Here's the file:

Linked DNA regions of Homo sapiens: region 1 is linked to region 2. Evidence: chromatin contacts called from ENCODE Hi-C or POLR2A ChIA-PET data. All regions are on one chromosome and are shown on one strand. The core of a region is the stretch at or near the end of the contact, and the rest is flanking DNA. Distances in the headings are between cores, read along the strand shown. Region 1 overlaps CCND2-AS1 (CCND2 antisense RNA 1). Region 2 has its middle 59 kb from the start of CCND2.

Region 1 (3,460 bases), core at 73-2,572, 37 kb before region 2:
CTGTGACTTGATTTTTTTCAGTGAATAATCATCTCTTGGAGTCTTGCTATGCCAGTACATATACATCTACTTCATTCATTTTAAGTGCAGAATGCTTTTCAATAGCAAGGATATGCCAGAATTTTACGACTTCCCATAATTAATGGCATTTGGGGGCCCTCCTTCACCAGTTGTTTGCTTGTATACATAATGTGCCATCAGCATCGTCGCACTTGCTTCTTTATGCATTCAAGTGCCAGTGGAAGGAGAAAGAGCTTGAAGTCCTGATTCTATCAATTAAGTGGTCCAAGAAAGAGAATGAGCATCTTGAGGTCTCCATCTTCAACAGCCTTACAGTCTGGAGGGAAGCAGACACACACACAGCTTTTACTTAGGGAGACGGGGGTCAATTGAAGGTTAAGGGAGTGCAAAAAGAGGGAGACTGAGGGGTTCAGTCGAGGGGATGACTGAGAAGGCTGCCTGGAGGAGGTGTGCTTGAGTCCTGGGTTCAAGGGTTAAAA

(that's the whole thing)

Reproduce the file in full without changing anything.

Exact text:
Linked DNA regions of Homo sapiens: region 1 is linked to region 2. Evidence: chromatin contacts called from ENCODE Hi-C or POLR2A ChIA-PET data. All regions are on one chromosome and are shown on one strand. The core of a region is the stretch at or near the end of the contact, and the rest is flanking DNA. Distances in the headings are between cores, read along the strand shown. Region 1 overlaps CCND2-AS1 (CCND2 antisense RNA 1). Region 2 has its middle 59 kb from the start of CCND2.

Region 1 (3,460 bases), core at 73-2,572, 37 kb before region 2:
CTGTGACTTGATTTTTTTCAGTGAATAATCATCTCTTGGAGTCTTGCTATGCCAGTACATATACATCTACTTCATTCATTTTAAGTGCAGAATGCTTTTCAATAGCAAGGATATGCCAGAATTTTACGACTTCCCATAATTAATGGCATTTGGGGGCCCTCCTTCACCAGTTGTTTGCTTGTATACATAATGTGCCATCAGCATCGTCGCACTTGCTTCTTTATGCATTCAAGTGCCAGTGGAAGGAGAAAGAGCTTGAAGTCCTGATTCTATCAATTAAGTGGTCCAAGAAAGAGAATGAGCATCTTGAGGTCTCCATCTTCAACAGCCTTACAGTCTGGAGGGAAGCAGACACACACACAGCTTTTACTTAGGGAGACGGGGGTCAATTGAAGGTTAAGGGAGTGCAAAAAGAGGGAGACTGAGGGGTTCAGTCGAGGGGATGACTGAGAAGGCTGCCTGGAGGAGGTGTGCTTGAGTCCTGGGTTCAAGGGTTAAAA